Google has already entered the Internet service provider (ISP) industry with Google Fiber, and a new report suggests the company is considering an expansion into
phone service as well. According to a report published in The Information, Google would become a Mobile Virtual Network Operator (MVNO), meaning that instead of competing against the major carriers, it would buy service from them and then sell it back to its own customers.
There are already dozens of MVNOs in the United States and unlike Google Fiber, a mobile phone service would not be very interesting. Fiber has allowed Google to control both speed and price since it has laid down fiber connections to every customer location, but the only thing Google would be able to control as an MVNO would be price (and even that control is limited.)
In the Footsteps of Fiber
Details regarding Google's plans are still limited, but sources close to the company have revealed to The Information that the company would look to offer its phone service in the same locations as Google Fiber. Over the past few years, Fiber has expanded to three locations and is working with city governments to expand to at least nine other metro areas.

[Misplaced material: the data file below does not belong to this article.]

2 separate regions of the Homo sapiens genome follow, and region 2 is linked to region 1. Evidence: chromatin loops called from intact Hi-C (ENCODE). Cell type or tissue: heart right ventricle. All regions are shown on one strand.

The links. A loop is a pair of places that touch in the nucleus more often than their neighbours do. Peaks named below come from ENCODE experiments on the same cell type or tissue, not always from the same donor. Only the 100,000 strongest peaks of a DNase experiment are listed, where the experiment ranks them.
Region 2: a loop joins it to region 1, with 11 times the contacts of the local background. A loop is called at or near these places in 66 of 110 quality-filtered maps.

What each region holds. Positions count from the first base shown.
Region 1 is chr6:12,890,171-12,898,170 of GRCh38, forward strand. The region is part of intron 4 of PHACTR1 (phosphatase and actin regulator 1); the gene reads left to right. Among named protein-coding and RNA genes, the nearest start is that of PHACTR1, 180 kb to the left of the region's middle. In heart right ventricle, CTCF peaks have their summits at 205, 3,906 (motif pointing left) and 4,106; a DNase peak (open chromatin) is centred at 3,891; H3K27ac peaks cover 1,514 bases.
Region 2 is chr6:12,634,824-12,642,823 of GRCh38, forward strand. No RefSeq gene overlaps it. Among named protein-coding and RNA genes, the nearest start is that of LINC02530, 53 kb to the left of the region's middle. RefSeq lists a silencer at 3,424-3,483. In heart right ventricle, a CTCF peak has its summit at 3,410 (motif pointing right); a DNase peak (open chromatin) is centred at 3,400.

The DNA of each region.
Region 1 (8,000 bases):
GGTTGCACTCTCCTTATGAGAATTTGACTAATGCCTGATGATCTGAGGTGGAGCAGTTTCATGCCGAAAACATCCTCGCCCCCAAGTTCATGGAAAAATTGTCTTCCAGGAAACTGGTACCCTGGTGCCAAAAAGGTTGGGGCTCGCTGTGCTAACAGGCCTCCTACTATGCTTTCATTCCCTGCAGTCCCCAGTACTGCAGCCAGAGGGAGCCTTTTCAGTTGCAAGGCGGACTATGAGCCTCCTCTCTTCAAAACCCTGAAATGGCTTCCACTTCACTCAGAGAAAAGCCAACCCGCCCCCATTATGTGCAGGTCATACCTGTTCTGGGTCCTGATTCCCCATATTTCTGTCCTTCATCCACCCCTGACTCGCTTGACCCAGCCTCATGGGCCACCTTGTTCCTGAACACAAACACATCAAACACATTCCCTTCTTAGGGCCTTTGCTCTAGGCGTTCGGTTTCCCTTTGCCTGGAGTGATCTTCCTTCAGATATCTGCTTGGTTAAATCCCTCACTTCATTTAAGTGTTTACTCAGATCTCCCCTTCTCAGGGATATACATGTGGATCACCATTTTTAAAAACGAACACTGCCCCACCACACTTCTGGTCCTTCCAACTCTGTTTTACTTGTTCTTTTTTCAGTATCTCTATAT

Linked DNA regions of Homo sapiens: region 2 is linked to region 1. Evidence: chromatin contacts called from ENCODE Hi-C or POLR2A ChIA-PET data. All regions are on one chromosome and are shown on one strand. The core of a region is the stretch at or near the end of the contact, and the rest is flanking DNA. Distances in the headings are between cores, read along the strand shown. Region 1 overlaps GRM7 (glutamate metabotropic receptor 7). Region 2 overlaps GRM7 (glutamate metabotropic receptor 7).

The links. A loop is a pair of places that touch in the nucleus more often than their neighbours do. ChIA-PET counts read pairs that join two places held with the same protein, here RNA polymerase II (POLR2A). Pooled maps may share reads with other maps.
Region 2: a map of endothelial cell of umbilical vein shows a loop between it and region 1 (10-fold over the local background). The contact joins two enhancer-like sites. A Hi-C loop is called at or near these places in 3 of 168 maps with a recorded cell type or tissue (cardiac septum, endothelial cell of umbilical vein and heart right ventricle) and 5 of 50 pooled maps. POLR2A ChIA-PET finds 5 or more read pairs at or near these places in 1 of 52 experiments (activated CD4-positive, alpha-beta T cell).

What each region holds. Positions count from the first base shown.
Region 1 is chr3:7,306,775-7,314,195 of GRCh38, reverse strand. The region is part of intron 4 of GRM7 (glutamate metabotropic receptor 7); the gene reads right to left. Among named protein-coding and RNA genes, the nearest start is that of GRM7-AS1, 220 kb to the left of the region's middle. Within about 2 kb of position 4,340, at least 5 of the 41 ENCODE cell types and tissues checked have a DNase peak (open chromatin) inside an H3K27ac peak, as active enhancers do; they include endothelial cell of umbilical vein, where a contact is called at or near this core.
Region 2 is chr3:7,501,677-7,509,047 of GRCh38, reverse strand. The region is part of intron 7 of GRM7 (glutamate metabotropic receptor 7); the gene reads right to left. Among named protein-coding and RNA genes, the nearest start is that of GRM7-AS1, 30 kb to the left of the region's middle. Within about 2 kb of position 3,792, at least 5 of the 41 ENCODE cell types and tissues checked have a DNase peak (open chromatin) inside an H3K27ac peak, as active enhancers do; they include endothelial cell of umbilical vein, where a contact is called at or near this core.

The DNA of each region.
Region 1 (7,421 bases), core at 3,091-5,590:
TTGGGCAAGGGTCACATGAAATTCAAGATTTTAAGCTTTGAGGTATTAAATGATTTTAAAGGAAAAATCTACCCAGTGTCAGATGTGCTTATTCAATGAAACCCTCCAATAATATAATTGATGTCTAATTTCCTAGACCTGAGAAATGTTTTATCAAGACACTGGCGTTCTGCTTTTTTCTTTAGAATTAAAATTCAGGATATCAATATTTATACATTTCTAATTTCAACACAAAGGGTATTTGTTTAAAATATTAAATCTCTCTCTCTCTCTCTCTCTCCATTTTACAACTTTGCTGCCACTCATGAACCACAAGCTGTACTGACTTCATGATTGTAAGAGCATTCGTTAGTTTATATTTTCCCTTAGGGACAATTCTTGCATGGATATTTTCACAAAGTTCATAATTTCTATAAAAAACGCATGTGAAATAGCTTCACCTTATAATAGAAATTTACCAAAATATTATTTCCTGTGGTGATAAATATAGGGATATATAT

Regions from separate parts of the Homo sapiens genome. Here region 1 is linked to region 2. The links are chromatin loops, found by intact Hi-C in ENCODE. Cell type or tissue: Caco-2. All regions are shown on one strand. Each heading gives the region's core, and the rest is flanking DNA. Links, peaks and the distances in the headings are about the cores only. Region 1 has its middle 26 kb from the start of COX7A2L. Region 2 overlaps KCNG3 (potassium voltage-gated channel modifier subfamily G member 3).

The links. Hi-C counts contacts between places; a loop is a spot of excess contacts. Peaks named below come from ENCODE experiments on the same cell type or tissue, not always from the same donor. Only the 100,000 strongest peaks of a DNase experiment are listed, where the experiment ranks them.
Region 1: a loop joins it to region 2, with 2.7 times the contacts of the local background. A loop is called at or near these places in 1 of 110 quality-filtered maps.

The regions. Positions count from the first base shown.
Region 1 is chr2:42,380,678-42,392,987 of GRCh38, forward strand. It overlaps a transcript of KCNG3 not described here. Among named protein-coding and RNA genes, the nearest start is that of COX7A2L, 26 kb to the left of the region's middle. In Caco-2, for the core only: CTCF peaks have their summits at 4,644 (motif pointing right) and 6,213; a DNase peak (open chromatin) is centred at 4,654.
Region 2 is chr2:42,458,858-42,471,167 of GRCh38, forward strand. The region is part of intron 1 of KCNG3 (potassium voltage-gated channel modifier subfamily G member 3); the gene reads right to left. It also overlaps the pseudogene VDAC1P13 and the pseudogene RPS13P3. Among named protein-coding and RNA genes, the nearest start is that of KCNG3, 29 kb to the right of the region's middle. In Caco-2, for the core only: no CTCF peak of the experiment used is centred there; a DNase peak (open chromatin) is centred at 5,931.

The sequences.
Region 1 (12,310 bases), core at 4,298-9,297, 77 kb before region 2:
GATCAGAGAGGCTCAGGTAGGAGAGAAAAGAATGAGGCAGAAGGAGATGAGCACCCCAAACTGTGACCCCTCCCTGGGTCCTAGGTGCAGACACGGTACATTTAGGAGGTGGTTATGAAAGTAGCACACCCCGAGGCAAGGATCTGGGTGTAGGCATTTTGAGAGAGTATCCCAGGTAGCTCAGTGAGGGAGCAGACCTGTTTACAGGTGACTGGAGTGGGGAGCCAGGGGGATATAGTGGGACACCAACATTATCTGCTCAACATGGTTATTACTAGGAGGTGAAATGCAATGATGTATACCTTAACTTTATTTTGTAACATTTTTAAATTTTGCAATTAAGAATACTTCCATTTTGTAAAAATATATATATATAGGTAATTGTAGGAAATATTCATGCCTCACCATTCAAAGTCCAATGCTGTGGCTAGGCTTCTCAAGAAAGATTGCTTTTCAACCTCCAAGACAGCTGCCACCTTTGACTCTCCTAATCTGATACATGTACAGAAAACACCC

Fiber has already been a success in Kansas City, and since that initial experiment it has moved into Provo, Utah, and Austin. The Information reports that two sources close to Google have said executives within the company met with Sprint and then Verizon regarding the creation of a new MVNO in markets where the company is offering Google Fiber Internet and TV.
Less Control, More Competitors
Google Fiber has been a success and a true competitor to other ISPs not only because it is significantly faster but because the service is reliable and relatively cheap. All aspects of the Fiber experience are under Google's control, but the same would not be true for its mobile phone service.
There is a long list of MVNOs in the U.S., with big names like MetroPCS, Net10, and Straight Talk included. This means that if Google were to unveil a new MVNO service, it is hard to tell if people would switch from their current service providers.
We asked Jeff Kagan, an independent technology analyst, for his opinion on the report. He told us that Google could very well be entering the mobile business but that there is no guarantee of success.
"Google was never in the service provider business. But then they got into the high-speed Internet business in the last couple of years." Kagan said. "Could wireless [be] next? Sure it could. But there are no guarantees. Several large companies have try to enter the wireless space unsuccessfully like Comcast, Time Warner, [and] Cox."